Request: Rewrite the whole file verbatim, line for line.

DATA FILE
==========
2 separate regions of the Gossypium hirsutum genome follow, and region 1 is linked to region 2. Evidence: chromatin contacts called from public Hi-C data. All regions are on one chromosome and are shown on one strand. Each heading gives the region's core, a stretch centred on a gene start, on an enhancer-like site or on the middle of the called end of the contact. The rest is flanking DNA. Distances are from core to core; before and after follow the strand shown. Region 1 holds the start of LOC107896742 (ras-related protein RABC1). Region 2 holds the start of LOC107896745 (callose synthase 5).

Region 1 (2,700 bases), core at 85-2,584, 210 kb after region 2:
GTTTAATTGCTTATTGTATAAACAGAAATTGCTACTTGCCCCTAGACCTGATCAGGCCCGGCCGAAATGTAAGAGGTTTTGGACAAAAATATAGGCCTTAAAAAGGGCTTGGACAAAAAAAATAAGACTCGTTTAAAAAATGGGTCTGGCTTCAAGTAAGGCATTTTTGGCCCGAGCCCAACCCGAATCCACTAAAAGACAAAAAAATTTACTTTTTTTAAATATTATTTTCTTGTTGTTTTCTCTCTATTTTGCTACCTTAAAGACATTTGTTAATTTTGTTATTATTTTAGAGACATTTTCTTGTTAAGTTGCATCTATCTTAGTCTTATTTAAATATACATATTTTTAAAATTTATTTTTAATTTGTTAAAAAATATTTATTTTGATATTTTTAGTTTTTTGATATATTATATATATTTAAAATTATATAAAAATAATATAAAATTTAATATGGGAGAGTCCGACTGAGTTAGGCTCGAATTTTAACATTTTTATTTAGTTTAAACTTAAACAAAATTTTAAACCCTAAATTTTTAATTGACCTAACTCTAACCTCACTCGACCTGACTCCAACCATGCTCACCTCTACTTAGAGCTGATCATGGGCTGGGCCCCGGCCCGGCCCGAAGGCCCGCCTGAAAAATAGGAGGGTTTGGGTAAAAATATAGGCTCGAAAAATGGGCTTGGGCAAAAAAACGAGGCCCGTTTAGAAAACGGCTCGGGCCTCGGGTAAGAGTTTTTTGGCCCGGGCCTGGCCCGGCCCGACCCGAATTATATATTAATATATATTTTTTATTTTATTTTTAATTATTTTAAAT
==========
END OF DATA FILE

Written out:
2 separate regions of the Gossypium hirsutum genome follow, and region 1 is linked to region 2. Evidence: chromatin contacts called from public Hi-C data. All regions are on one chromosome and are shown on one strand. Each heading gives the region's core, a stretch centred on a gene start, on an enhancer-like site or on the middle of the called end of the contact. The rest is flanking DNA. Distances are from core to core; before and after follow the strand shown. Region 1 holds the start of LOC107896742 (ras-related protein RABC1). Region 2 holds the start of LOC107896745 (callose synthase 5).

Region 1 (2,700 bases), core at 85-2,584, 210 kb after region 2:
GTTTAATTGCTTATTGTATAAACAGAAATTGCTACTTGCCCCTAGACCTGATCAGGCCCGGCCGAAATGTAAGAGGTTTTGGACAAAAATATAGGCCTTAAAAAGGGCTTGGACAAAAAAAATAAGACTCGTTTAAAAAATGGGTCTGGCTTCAAGTAAGGCATTTTTGGCCCGAGCCCAACCCGAATCCACTAAAAGACAAAAAAATTTACTTTTTTTAAATATTATTTTCTTGTTGTTTTCTCTCTATTTTGCTACCTTAAAGACATTTGTTAATTTTGTTATTATTTTAGAGACATTTTCTTGTTAAGTTGCATCTATCTTAGTCTTATTTAAATATACATATTTTTAAAATTTATTTTTAATTTGTTAAAAAATATTTATTTTGATATTTTTAGTTTTTTGATATATTATATATATTTAAAATTATATAAAAATAATATAAAATTTAATATGGGAGAGTCCGACTGAGTTAGGCTCGAATTTTAACATTTTTATTTAGTTTAAACTTAAACAAAATTTTAAACCCTAAATTTTTAATTGACCTAACTCTAACCTCACTCGACCTGACTCCAACCATGCTCACCTCTACTTAGAGCTGATCATGGGCTGGGCCCCGGCCCGGCCCGAAGGCCCGCCTGAAAAATAGGAGGGTTTGGGTAAAAATATAGGCTCGAAAAATGGGCTTGGGCAAAAAAACGAGGCCCGTTTAGAAAACGGCTCGGGCCTCGGGTAAGAGTTTTTTGGCCCGGGCCTGGCCCGGCCCGACCCGAATTATATATTAATATATATTTTTTATTTTATTTTTAATTATTTTAAAT